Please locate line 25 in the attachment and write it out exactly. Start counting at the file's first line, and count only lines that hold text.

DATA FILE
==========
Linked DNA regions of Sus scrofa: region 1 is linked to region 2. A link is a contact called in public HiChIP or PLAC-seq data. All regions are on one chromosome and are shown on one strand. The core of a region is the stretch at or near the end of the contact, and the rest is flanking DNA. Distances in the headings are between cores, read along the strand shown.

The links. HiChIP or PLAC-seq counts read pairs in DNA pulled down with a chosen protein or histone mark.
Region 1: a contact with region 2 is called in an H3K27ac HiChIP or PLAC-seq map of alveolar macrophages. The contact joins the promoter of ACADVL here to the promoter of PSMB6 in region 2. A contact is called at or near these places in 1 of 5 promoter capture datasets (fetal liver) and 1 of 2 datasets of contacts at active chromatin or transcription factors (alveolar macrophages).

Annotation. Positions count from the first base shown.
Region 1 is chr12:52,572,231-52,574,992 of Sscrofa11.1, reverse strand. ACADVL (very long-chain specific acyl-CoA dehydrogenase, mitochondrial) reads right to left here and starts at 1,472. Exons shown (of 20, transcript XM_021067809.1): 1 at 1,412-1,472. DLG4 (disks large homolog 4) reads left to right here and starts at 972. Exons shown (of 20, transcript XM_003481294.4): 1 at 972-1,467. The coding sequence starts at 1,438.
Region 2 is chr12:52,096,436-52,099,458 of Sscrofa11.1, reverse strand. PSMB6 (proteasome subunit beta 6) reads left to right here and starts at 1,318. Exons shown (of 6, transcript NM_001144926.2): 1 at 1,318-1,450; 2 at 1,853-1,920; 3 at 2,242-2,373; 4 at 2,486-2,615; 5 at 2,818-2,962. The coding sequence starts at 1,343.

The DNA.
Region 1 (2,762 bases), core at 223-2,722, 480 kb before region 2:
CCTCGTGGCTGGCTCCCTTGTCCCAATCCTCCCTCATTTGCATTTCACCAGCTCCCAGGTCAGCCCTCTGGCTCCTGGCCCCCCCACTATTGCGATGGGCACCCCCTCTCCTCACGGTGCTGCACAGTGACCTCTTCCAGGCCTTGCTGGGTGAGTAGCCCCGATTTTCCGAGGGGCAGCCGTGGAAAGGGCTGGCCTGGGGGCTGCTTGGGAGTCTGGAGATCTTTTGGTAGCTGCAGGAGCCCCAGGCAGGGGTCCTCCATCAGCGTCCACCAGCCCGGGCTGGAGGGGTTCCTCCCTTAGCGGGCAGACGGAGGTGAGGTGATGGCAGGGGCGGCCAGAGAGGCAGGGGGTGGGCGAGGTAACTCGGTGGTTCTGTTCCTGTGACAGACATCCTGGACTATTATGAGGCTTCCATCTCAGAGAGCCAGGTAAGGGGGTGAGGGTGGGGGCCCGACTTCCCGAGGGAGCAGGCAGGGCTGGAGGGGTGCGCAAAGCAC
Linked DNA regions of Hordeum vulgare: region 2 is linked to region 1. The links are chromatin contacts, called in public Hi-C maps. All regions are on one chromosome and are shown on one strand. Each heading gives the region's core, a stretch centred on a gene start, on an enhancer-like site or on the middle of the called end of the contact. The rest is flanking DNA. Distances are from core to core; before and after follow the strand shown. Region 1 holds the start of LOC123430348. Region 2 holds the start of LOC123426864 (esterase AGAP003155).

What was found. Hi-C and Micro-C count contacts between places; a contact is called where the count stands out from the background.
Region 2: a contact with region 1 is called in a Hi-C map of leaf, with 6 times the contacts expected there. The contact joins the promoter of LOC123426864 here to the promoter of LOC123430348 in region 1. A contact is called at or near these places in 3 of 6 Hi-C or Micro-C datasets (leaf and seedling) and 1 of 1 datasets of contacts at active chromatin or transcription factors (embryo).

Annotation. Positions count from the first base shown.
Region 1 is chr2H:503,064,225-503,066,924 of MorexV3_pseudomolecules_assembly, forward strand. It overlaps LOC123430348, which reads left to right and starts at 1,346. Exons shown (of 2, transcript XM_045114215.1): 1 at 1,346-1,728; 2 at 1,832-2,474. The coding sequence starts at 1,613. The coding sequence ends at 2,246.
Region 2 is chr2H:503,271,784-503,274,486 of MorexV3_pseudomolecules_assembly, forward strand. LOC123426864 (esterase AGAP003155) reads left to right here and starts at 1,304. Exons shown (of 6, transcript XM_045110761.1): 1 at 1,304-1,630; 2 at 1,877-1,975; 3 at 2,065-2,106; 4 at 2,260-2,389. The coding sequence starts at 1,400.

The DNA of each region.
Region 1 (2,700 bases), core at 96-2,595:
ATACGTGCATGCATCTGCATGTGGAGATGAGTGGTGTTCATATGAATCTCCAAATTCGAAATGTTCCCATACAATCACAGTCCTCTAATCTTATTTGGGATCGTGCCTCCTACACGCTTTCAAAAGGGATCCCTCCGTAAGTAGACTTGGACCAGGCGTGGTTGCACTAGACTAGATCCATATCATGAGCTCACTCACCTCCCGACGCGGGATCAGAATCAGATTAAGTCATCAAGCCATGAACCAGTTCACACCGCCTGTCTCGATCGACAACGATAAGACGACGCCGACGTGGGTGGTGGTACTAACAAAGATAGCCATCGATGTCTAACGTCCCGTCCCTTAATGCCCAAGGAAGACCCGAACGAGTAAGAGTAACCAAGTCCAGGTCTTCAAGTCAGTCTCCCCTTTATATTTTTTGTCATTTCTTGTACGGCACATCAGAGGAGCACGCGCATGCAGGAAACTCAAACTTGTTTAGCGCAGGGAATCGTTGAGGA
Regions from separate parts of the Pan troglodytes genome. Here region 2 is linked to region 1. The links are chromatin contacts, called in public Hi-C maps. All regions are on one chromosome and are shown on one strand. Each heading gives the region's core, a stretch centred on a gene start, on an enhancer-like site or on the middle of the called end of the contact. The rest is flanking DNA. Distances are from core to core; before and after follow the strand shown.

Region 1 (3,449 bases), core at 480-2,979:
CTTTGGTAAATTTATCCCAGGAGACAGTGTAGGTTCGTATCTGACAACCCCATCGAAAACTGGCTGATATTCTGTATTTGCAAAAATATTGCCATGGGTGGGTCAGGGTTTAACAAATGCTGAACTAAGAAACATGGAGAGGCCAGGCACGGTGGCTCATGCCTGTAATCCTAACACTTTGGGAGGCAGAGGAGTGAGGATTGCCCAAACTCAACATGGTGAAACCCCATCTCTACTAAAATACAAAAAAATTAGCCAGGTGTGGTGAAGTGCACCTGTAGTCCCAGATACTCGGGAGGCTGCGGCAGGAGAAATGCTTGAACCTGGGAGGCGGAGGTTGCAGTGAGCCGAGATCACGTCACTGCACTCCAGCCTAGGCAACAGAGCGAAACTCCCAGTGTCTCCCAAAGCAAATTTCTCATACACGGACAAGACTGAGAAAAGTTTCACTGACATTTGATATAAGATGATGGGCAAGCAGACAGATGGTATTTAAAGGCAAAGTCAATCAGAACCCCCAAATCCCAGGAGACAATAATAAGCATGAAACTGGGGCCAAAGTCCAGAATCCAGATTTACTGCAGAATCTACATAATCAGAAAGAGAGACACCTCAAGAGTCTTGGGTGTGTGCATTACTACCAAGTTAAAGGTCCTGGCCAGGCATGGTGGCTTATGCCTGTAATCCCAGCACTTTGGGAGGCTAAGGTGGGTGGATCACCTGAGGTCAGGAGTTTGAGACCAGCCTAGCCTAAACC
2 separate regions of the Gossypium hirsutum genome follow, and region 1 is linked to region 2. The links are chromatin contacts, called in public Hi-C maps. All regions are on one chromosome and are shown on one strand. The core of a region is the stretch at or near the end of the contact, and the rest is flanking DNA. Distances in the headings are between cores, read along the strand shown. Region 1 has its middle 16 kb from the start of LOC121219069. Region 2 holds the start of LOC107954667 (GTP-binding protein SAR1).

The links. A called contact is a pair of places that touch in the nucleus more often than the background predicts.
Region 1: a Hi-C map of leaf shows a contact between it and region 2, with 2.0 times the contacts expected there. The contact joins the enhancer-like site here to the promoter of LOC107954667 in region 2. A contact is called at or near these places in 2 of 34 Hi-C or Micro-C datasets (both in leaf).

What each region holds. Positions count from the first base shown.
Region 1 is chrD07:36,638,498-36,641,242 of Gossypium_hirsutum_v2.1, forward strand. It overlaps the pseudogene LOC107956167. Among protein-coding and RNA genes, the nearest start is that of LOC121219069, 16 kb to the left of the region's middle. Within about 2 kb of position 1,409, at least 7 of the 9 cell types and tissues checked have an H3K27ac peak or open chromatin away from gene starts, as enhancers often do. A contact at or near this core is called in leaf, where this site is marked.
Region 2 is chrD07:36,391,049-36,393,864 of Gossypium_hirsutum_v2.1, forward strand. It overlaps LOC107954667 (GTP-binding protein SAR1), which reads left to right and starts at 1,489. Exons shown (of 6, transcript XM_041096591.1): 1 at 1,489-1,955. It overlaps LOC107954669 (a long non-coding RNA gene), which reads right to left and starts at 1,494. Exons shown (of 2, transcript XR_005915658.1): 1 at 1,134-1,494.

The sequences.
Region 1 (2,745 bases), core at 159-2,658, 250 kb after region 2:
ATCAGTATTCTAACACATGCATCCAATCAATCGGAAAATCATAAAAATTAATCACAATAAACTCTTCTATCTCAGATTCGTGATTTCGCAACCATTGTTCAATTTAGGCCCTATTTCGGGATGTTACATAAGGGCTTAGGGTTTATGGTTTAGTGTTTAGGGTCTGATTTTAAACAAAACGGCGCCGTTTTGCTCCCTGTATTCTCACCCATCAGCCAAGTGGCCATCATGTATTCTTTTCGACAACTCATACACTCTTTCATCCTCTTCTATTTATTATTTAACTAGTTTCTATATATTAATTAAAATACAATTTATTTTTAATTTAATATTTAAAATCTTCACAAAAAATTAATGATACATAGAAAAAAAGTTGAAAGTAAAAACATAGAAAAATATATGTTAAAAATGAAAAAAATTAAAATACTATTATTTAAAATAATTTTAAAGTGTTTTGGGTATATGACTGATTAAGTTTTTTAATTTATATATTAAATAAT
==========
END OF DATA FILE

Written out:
What each region holds. Positions count from the first base shown.